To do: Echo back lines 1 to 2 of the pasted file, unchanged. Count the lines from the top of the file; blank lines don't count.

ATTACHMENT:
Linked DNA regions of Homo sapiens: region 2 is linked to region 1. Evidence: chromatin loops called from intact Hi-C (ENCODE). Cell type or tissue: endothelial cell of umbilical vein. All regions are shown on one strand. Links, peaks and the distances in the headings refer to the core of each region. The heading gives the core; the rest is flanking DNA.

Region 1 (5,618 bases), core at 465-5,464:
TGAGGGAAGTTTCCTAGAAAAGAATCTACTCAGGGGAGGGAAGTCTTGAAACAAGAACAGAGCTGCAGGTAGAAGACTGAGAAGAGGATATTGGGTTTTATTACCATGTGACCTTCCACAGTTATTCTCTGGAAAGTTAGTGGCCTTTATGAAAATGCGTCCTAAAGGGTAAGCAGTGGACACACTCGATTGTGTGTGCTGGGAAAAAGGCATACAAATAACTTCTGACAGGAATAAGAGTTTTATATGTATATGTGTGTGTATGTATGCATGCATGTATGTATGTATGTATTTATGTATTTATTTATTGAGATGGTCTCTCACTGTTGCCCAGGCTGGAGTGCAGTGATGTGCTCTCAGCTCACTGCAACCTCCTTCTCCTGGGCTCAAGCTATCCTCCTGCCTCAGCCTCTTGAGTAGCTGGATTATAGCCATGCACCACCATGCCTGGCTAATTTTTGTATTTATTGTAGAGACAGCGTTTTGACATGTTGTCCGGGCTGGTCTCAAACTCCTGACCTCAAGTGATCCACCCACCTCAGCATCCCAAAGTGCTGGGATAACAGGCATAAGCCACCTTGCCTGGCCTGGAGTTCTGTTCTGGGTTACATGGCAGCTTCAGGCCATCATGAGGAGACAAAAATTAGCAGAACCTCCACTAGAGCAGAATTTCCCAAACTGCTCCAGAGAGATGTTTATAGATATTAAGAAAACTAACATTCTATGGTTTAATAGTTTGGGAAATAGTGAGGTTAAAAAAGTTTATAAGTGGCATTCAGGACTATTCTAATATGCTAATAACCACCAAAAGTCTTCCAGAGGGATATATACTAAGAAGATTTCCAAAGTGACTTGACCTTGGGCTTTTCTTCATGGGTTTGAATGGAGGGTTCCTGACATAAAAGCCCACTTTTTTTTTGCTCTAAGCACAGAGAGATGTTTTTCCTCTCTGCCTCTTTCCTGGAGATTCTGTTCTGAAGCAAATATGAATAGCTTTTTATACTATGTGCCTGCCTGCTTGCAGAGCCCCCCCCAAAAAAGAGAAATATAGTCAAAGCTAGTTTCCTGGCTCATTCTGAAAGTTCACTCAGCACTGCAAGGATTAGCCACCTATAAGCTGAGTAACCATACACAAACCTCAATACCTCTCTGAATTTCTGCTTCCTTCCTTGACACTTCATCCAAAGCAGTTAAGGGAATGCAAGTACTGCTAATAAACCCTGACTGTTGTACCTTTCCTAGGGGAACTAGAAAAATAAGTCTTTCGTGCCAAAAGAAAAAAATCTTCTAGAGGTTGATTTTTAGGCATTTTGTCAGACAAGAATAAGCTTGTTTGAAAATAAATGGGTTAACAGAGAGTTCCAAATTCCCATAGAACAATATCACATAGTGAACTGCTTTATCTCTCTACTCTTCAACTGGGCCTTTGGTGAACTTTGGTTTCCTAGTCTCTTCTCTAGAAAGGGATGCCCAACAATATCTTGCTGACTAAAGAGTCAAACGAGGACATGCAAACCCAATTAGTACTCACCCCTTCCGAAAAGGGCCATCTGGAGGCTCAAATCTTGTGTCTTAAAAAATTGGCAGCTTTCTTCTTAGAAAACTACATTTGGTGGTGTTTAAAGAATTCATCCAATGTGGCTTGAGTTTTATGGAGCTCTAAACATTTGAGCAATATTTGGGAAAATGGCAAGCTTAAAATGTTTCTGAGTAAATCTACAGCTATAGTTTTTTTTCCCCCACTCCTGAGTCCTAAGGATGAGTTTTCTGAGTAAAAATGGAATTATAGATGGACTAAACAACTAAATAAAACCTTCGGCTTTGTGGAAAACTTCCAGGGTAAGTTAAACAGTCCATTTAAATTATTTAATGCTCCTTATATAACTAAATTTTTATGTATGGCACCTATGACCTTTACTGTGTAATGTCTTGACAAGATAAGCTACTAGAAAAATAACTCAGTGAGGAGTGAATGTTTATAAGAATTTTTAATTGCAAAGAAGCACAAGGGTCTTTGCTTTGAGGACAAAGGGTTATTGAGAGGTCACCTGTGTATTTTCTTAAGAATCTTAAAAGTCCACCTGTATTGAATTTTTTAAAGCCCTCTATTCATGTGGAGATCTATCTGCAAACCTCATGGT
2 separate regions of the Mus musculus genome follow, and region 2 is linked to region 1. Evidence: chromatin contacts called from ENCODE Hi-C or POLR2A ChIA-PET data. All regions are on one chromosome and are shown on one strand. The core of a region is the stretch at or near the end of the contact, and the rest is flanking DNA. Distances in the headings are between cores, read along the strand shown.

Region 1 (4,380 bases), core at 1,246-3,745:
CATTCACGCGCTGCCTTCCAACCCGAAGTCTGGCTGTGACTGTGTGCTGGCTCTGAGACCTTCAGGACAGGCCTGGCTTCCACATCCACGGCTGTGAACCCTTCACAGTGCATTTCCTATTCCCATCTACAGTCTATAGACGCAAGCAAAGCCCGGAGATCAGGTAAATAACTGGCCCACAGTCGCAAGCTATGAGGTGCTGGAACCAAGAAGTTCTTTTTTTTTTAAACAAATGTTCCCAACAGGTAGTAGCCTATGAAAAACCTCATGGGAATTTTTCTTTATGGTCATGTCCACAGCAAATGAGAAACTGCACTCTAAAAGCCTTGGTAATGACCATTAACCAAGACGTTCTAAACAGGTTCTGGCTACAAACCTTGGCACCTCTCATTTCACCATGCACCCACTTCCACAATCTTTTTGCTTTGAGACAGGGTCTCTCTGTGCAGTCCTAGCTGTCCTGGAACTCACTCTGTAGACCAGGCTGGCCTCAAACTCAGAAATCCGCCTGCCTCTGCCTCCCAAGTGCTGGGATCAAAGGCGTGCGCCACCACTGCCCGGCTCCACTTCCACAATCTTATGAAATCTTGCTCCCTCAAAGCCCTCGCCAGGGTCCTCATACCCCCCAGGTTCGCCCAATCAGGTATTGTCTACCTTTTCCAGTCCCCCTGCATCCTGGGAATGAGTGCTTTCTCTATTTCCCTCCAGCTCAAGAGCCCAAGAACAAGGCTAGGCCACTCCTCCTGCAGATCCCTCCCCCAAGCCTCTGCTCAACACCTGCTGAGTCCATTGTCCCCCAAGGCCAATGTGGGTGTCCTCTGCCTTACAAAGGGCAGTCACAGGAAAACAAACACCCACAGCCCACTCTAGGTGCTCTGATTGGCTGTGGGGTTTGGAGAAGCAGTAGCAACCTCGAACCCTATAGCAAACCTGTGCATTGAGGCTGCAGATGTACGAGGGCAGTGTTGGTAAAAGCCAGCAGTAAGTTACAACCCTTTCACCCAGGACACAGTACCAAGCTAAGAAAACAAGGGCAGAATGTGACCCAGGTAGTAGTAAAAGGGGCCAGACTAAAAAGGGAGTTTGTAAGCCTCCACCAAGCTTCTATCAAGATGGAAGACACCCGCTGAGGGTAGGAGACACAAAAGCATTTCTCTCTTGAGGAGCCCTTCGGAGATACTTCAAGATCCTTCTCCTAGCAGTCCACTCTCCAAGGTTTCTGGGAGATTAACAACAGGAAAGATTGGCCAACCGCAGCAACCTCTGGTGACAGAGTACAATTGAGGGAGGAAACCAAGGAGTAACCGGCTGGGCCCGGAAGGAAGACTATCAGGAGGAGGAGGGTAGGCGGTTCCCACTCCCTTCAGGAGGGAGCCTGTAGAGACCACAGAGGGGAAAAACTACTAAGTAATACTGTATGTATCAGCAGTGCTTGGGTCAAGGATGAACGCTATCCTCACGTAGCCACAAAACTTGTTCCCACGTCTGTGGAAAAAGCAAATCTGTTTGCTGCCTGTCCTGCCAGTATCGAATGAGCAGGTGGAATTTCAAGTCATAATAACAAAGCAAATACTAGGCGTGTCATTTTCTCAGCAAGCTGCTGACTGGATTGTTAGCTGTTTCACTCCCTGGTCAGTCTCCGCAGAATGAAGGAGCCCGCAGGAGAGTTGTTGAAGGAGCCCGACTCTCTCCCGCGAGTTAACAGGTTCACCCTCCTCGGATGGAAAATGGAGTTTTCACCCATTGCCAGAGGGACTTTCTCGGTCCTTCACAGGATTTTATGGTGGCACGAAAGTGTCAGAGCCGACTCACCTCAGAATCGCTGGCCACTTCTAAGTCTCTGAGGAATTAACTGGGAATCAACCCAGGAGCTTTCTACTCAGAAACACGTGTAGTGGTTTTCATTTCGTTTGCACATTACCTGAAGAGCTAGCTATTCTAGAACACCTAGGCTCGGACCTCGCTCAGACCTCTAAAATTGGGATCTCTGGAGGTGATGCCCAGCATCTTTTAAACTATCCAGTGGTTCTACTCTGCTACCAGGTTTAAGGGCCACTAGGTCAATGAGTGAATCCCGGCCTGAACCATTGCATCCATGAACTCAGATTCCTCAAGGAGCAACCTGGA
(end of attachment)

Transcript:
Linked DNA regions of Homo sapiens: region 2 is linked to region 1. Evidence: chromatin loops called from intact Hi-C (ENCODE). Cell type or tissue: endothelial cell of umbilical vein. All regions are shown on one strand. Links, peaks and the distances in the headings refer to the core of each region. The heading gives the core; the rest is flanking DNA.

Region 1 (5,618 bases), core at 465-5,464: